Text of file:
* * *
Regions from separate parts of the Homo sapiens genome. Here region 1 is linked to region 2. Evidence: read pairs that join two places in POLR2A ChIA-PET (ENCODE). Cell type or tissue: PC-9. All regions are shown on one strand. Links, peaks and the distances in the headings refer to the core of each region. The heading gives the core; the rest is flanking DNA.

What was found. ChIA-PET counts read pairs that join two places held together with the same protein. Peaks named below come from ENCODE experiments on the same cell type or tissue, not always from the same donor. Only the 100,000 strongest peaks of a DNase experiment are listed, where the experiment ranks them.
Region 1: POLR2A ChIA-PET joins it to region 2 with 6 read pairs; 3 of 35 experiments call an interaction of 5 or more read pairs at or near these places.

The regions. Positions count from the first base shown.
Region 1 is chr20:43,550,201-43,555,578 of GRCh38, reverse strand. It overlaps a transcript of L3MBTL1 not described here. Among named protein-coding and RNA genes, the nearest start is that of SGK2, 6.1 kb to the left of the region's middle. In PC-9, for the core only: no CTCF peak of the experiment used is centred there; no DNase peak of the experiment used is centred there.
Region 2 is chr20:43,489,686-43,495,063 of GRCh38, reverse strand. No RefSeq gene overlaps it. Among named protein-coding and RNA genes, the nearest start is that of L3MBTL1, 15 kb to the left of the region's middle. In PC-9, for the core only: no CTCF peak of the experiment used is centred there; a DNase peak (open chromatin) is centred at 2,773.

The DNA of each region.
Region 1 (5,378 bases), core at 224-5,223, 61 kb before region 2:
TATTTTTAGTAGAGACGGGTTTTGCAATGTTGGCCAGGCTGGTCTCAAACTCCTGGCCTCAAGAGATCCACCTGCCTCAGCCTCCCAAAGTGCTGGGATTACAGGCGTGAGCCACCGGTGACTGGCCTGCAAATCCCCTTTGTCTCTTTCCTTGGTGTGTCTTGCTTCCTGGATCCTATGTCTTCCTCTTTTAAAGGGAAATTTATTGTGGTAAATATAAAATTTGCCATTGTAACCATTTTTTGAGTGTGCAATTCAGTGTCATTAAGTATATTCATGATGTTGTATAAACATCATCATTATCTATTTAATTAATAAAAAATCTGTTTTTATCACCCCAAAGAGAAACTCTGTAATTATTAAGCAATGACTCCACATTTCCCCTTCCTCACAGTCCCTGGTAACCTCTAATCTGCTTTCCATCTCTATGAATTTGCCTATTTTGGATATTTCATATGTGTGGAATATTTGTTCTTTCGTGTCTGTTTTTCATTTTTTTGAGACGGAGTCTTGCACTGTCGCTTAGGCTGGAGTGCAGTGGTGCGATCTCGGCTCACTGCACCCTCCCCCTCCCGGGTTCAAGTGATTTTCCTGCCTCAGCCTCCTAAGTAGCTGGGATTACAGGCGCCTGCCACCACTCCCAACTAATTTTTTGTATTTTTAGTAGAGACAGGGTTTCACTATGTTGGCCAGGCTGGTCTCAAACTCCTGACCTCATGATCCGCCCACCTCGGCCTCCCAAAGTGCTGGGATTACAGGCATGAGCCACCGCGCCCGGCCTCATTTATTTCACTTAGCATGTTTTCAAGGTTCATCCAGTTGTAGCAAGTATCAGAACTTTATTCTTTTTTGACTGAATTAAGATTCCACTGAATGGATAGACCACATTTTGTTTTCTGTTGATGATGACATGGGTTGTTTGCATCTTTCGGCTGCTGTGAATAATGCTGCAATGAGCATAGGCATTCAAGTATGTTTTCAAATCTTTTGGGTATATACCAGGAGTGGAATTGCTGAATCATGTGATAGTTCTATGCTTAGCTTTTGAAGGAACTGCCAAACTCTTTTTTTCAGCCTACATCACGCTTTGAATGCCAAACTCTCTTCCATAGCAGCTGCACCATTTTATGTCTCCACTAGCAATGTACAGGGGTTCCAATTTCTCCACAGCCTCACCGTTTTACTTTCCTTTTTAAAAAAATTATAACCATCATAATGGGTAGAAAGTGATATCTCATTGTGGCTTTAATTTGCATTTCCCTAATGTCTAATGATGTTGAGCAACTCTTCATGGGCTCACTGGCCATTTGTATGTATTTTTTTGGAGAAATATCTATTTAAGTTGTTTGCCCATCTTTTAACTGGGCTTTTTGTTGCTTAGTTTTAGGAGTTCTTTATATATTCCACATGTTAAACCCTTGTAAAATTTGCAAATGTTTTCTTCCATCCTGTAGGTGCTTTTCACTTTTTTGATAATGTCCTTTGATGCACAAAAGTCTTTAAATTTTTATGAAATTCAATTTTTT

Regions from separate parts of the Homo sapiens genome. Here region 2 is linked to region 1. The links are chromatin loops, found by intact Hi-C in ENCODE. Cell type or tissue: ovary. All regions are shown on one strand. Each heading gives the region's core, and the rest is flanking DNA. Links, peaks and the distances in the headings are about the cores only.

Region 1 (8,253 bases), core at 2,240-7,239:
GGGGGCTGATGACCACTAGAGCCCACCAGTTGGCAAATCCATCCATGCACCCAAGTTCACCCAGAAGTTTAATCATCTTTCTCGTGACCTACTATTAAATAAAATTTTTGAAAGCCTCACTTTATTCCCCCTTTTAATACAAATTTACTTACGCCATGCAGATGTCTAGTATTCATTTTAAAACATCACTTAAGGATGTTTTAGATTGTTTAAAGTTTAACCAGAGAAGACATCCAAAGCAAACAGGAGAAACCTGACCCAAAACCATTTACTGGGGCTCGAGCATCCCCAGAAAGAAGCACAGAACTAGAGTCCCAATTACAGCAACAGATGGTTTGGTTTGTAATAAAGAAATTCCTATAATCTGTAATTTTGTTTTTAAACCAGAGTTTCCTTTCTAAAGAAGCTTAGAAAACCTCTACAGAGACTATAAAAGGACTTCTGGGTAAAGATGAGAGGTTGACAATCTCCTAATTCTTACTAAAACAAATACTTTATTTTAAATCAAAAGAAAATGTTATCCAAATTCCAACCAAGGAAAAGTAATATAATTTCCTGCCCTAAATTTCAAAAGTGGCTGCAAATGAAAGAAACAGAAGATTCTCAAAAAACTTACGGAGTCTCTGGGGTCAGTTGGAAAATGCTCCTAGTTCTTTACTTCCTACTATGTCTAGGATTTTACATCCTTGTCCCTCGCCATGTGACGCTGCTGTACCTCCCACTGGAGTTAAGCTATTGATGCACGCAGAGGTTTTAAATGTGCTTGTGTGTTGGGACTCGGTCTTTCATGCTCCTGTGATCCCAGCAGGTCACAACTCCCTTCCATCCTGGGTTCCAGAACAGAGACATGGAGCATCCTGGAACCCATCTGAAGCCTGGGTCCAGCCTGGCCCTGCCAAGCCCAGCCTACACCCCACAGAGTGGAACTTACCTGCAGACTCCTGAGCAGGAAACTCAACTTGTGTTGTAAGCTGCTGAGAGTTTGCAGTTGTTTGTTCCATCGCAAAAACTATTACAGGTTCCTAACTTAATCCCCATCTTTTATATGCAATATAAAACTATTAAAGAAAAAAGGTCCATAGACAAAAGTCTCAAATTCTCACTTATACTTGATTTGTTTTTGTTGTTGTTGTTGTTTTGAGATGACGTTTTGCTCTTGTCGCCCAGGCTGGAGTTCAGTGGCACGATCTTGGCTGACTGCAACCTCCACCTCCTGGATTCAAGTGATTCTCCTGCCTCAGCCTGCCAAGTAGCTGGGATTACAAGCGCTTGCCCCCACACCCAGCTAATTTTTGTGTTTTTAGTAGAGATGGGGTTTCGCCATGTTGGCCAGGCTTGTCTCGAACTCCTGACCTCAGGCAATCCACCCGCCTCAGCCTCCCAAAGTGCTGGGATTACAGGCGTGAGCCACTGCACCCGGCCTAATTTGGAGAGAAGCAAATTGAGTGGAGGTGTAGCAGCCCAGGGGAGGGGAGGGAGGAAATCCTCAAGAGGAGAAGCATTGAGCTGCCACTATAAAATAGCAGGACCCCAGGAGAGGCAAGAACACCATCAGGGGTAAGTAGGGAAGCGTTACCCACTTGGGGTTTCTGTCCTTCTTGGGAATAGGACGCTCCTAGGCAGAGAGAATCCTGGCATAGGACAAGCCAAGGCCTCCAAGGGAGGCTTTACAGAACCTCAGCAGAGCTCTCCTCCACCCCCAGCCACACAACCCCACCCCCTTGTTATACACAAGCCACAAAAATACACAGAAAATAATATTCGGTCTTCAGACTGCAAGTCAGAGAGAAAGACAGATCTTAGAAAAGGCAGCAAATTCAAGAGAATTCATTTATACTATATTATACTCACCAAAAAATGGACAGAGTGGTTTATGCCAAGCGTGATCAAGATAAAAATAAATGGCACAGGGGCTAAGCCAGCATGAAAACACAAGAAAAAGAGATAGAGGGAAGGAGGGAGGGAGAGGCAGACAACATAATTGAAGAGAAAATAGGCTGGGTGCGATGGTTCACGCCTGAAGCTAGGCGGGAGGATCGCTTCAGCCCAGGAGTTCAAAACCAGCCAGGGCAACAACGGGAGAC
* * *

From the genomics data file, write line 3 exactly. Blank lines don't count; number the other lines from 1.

Region 1: POLR2A ChIA-PET joins it to region 2 with 6 read pairs; 3 of 35 experiments call an interaction of 5 or more read pairs at or near these places.